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A General Theory of Addiction to Opiate-Type Drugs

Alfred R. Lindesmith, Ph.D.

| formulated my theory of addiction on the basis of an investigation done in Chicago during the years 1934-35 by, at first, observing and interviewing Chicago street addicts. Approximately 50 addicts were interviewed repeatedly over a period of a number of months, and some others were contacted only once or a few times. I did not consult the literature on the subject until I had developed a preliminary hypothesis.

Theories prevalent at the time were generally unsatisfactory, seeming to reflect the ideological commitments and training of their authors rather than the evidence. Most claimed to apply only to limited populations, making it impossible to prove them false by citing negative evidence since such instances were written off in advance. I began my study with the assumption that a scientific theory of addiction ought to be generally applicable regardless of whether the addict was a physician, a medical patient, or a street derelict from the urban slums. It also was assumed that the theory should be applicable no matter how the drug was taken and that it should apply to addiction in earlier centuries and in countries other than the United States.

After I entertained a few preliminary hypotheses and rejected them when negative evidence was found, I reached a conclusion concerning the dominant and basic characteristics of addiction--the causal process that produces the powerful craving for opiates. When I sought negative evidence or exceptions to this conclusion and its implications, I failed to find them. Instead, it seemed to me that the theory made sense of what had at first seemed like a chaotic jigsaw puzzle filled with paradoxes and inconsistencies.

In brief, the theory i formulated is that opiate drug users develop the craving, or become addicted or "hooked," after physical dependence has been established, in the process of using the drug to alleviate the withdrawal distress that begins to appear several hours after the last dose, provided that the user correctly identifies and understands these symptoms (Lindesmith 1947).

After I had formulated this hypothesis and was checking and working out its implications in interviews with users and by consulting the

scientific literature, I stumbled on the same conclusion stated by a prominent German investigator, A. Erlenmeyer, in 1926. (See references.) Being interested mainly in physiological aspects and the medical treatment of addicts, Erlenmeyer did not develop this statement in detail as a theory but simply stated it as a fact and passed on to other matters.

Noting and documenting the organic effects that occur as morphine is used on a regular daily basis, Erlenmeyer describes the process as a "reversal." He adds:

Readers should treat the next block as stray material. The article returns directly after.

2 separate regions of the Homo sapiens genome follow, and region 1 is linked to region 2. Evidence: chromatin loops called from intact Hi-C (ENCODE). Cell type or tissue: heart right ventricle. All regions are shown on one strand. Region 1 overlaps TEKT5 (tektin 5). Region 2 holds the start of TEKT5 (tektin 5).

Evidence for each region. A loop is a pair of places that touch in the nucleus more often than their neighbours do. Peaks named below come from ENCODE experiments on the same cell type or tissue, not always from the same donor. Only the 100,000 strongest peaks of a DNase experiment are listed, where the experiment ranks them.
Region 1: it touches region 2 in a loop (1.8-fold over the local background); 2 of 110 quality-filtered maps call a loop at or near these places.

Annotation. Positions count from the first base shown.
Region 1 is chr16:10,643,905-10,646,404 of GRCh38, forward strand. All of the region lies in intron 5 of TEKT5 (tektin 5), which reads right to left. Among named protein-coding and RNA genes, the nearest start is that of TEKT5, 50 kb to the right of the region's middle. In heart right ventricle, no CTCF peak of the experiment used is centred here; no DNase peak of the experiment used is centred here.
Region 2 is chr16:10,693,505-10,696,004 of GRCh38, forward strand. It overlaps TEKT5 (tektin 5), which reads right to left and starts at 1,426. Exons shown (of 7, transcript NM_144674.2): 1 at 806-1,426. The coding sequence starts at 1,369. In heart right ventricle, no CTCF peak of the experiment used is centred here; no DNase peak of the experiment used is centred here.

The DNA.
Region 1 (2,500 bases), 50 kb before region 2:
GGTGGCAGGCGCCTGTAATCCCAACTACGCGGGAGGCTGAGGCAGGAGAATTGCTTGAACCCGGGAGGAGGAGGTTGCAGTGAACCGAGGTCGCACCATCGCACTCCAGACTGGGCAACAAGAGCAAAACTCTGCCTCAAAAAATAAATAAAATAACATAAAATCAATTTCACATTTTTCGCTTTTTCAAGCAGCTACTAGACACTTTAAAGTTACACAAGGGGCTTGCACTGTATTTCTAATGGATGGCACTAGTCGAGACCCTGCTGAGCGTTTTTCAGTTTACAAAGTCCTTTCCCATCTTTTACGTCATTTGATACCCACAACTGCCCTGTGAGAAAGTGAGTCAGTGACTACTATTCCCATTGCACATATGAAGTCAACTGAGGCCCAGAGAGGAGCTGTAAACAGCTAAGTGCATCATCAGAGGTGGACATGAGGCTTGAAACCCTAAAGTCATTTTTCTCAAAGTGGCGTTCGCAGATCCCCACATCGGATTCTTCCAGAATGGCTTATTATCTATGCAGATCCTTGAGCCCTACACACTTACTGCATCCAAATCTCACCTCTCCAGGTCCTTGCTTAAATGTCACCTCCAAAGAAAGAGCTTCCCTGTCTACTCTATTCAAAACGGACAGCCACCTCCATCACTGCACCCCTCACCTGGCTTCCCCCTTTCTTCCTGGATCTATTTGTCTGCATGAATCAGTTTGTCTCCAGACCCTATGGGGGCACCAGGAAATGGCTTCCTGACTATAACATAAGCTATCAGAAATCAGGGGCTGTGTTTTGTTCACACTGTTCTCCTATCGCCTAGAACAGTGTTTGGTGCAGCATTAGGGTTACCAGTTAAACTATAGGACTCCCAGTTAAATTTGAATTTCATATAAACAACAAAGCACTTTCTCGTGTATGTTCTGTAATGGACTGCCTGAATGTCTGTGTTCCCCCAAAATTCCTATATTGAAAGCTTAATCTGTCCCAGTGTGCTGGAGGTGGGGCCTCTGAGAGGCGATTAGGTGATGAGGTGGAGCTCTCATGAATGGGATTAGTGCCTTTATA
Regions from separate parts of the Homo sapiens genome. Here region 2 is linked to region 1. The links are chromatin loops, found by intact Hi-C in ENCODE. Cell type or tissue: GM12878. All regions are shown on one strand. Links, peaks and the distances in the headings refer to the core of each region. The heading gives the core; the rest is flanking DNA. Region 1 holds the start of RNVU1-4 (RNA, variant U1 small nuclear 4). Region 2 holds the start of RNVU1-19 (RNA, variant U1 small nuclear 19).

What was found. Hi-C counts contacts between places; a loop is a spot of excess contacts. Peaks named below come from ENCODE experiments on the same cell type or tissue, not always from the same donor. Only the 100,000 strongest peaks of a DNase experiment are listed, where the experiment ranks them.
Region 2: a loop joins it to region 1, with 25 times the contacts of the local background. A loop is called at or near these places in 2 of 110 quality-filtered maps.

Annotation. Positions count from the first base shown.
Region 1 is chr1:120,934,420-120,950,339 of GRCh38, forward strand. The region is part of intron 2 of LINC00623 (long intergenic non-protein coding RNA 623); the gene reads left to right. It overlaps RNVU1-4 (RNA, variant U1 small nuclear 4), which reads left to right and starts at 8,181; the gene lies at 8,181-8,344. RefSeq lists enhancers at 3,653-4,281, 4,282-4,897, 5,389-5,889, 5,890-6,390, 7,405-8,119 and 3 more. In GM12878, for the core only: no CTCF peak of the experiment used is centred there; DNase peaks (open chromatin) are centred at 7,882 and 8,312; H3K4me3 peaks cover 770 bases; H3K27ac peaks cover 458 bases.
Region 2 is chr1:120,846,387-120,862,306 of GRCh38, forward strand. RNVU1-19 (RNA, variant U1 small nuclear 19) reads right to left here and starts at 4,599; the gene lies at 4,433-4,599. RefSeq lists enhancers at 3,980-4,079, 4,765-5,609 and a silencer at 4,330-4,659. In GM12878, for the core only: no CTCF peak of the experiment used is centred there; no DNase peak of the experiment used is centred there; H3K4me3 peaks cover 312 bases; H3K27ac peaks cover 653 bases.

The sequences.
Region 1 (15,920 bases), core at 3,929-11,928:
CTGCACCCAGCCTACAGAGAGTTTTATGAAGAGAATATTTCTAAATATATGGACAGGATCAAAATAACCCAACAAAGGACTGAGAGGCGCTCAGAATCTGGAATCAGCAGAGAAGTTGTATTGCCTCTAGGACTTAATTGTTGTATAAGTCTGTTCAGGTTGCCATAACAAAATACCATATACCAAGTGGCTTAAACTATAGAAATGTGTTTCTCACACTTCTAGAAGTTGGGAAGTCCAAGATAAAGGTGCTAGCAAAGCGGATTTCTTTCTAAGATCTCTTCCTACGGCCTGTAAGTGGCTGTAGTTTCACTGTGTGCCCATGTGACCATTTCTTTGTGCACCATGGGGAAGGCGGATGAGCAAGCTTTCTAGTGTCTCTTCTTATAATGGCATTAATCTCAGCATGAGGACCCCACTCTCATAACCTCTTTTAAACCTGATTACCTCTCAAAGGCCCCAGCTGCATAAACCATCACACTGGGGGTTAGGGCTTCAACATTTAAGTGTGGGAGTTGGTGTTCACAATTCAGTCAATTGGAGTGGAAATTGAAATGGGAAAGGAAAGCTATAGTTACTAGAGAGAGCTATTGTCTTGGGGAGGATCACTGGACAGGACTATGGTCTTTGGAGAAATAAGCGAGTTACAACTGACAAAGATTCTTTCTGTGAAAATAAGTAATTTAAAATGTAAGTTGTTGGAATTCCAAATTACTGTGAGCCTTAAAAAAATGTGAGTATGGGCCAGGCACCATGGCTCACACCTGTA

The morphine originally foreign to the body, becomes an
intrinsic part of the body, as the union between it and the
brain cells keeps growing stronger; it then acquires the
significance and efffectiveness of a heart tonic, of an indis-
pensable element of nutrition and subsistence, of a means for
carrying on the business of the entire organism....

(Cited in Terry and Pellens 1928, pp. 601-602)

He describes the withdrawal syndrome that occurs after the reversal of effects has taken place as a "host of painful sensations, intolerable feelings, oppressive organic disturbances of every sort, combined with an extreme psychic excitement, intense restlessness, and persistent insomnia." He then remarks:

In such moments the craving for morphine is born and
rapidly becomes insatiable, because the patient has learned
that these terrible symptoms are banished as if by magic by
a sufficiently large dose of morphine.

(Cited in Terry and Pellens 1928, pp. 601-602)

The cognitive feature of my theory, which is also implicit in Erlenmeyer's statement, is designed to explain how it happens that medical patients relatively rarely become addicted even when opiates are administered on a regular daily basis for prolonged periods sufficient to establish physical dependence. It is widely recognized in medical practice that in the administration of such addicting drugs, keeping patients in ignorance or deceiving them about the identity of the drug are effective tactics in preventing subsequent use. If withdrawal symptoms occur, they may be explained to the patient as symptoms of a disease, as side-effects of other medication, and so on. If a patient who has been attracted to the effects of morphine that has been regularly administered is deceived into the belief that the drug was strychnine or arsenic, he or she will lose interest in it.

Similar considerations also apply to the fact that physical dependence in very young children, such as occurs in infants born of addicted mothers, apparently never produces addiction. In India, a lower caste custom that involved keeping very young children quiet by providing them with opium often produced physical dependence. The drug was usually withdrawn by the age of five. No addiction appears to have resulted from this practice, and there was no connection observed between it and adult use.

An important and often overlooked aspect of opiate effects that is basic to the theory and that is strongly emphasized by Erlenmeyer is the changes in these effects that take place gradually during the progression from initial use on a regular basis to the point of physical dependence. Disregarding a few unpleasant effects following from the first

few doses, initial effects may be described as depressant and are perceived by the recipient as generally pleasant in that they relieve pain and discomfort and produce a feeling of relaxation and well being.